Optimism abounds as Cubs spring training gets underway

Colorado Rockies v Chicago Cubs
Colorado Rockies v Chicago Cubs / Abbie Parr/GettyImages

For the first time in years, things feel normal around the Cubs spring training home in Arizona. After the COVID-19 pandemic drastically altered both the 2020 and 2021 seasons, the owner-instituted lockout brought the sport to a standstill in 2022.

Cubs spring training has a very different feel this year

Both of those factors played a role in Jed Hoyer's decision to strip the roster down and re-tool, which led to Chicago playing sub-.500 baseball in each of the last two seasons. After an offseason in which the Cubs emerged as one of the busiest teams in the game, there's a new vibe around the complex this spring, according to Marquee Network: optimism.

"Last year felt a little rushed.It was shorter, trying to ramp guys up and catching up on where everybody’s at because you couldn’t communicate with them. These guys have been talking to our coaching staff for months on end and having plans when we ended our season last year. So everybody’s coming in hungry and excited. We got a really good vibe in the locker room already and camp hasn’t even started. "

David Ross, Cubs manager

In 2022, a slow start proved costly for the Cubs. The team got off to an 8-13 mark in April, following it up with a 12-16 mark in May, despite a run differential of just -7. Now, obviously any negative mark there isn't great, but it's not like they went out and got obliterated on a daily basis. That sort of baseball came, though, in June, when Chicago posted a -59 run differential en route to a 10-17 mark.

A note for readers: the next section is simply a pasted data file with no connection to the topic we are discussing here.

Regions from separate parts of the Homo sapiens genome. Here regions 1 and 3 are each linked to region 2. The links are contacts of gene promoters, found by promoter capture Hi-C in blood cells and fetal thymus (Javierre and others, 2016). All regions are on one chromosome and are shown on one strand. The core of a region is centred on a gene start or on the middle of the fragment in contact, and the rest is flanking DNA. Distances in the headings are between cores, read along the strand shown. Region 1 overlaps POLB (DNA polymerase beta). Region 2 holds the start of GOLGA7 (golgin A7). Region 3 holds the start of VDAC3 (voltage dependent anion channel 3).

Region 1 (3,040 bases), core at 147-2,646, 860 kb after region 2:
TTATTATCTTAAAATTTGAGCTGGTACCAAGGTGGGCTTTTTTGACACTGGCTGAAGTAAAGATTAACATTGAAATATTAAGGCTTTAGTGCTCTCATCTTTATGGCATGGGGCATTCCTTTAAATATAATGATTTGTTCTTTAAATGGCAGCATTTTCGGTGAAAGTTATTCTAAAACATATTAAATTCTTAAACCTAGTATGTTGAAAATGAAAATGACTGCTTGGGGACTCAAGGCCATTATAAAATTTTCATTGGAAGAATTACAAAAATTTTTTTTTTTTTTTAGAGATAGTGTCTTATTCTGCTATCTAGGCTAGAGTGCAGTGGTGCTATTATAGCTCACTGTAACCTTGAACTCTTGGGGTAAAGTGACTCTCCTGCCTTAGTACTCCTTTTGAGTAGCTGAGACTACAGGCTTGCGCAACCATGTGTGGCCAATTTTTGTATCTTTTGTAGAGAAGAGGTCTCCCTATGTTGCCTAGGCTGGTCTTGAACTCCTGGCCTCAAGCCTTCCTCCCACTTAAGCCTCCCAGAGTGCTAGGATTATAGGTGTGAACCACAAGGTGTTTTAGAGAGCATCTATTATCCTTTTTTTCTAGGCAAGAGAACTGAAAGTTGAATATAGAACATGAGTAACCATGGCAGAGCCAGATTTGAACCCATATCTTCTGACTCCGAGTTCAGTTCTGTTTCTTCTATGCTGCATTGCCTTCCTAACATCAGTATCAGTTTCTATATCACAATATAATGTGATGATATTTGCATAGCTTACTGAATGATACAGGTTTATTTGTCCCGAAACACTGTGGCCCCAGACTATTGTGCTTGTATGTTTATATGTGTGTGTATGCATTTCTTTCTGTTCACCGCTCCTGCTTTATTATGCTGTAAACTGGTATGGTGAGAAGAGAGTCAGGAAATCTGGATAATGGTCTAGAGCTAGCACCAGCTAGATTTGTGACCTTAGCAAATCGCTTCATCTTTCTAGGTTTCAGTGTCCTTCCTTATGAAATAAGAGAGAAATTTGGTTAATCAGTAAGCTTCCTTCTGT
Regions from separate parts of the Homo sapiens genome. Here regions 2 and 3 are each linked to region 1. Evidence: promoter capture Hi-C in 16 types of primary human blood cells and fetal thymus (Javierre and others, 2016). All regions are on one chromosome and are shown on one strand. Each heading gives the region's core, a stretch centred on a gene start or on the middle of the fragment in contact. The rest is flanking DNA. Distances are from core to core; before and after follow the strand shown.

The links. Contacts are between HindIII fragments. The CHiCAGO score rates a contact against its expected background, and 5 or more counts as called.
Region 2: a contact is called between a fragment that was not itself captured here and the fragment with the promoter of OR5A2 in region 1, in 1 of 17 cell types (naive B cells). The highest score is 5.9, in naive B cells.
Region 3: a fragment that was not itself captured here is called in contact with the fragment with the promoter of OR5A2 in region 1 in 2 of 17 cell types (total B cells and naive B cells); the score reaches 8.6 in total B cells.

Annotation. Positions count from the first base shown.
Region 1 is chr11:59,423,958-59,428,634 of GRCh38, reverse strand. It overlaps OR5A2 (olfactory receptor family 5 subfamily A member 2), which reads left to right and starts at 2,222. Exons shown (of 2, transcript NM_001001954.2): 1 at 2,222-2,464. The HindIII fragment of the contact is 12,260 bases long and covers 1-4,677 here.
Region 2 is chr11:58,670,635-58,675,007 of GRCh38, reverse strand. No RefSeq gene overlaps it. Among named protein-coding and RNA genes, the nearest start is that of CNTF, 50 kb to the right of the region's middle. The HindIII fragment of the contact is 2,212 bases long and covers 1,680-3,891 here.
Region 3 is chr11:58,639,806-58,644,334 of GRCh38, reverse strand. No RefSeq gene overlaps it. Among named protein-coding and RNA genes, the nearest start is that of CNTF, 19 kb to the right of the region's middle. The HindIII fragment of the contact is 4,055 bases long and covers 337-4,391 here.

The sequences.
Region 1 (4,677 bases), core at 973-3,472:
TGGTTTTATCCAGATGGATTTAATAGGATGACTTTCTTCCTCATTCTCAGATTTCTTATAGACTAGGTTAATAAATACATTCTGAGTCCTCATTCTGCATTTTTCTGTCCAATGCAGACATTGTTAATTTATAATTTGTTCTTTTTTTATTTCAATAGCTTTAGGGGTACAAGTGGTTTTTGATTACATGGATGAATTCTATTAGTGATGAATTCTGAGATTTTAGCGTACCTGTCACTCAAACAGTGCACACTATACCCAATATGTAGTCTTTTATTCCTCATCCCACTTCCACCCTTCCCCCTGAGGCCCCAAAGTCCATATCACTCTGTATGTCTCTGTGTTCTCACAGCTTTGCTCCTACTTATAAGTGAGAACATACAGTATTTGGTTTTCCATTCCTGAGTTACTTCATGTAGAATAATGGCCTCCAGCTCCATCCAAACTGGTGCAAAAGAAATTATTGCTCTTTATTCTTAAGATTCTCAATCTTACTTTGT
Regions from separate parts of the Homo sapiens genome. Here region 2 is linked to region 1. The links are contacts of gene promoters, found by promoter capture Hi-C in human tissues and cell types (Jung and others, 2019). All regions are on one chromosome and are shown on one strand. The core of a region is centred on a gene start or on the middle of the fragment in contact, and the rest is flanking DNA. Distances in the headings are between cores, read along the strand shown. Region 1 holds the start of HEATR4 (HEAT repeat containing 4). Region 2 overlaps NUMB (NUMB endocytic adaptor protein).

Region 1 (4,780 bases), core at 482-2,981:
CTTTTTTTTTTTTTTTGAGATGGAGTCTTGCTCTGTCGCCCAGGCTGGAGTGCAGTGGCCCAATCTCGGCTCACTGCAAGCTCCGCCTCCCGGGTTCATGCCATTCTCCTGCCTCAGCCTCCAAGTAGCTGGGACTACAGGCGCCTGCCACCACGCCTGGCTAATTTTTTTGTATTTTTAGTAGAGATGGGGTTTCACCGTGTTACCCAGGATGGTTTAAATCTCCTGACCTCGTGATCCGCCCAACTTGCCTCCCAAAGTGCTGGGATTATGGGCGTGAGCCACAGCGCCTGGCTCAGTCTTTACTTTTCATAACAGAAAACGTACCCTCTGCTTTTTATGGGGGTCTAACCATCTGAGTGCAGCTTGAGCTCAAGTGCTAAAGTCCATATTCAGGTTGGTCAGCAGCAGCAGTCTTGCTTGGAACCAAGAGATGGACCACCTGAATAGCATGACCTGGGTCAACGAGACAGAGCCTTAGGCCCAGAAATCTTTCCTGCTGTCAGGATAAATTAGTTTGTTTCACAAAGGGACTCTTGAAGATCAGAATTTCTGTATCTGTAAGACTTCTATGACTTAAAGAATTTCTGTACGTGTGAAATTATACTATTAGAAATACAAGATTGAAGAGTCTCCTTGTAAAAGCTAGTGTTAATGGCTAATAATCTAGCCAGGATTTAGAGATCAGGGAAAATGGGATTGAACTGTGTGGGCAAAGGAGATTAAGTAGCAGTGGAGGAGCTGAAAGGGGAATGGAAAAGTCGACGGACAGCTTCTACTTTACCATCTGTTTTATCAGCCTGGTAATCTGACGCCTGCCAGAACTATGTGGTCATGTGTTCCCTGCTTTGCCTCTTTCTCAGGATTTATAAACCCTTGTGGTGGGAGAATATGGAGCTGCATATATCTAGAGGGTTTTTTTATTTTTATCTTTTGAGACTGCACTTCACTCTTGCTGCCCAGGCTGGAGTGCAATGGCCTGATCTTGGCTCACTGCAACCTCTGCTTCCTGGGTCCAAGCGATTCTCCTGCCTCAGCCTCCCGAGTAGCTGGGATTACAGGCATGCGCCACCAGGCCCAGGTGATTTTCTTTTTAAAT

Post-trade deadline, Ross' club seemed to find its footing behind a resurgent starting rotation, finishing with a second half record of 39-31. But the early season struggles had long since sealed the Cubs' fate. With a 'normal' offseason in the books and what should feel like a fairly straightforward spring training (with the exception of those players taking part in the WBC), getting off to a better start in 2023 will be key for this club.

Dansby Swanson, Cody Bellinger, Trey Mancini and other veterans brought in this winter have transformed the lineup - and adding Jameson Taillon to the rotation should bring a steady presence on the pitching side of things. That doesn't even take into account the pieces added to the bullpen, including Brad Boxberger and Michael Fulmer.

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Soon enough, we'll see if new faces and new vibes translate to a new era of winning baseball on the North Side. For now, though, it's just good to have baseball back regardless.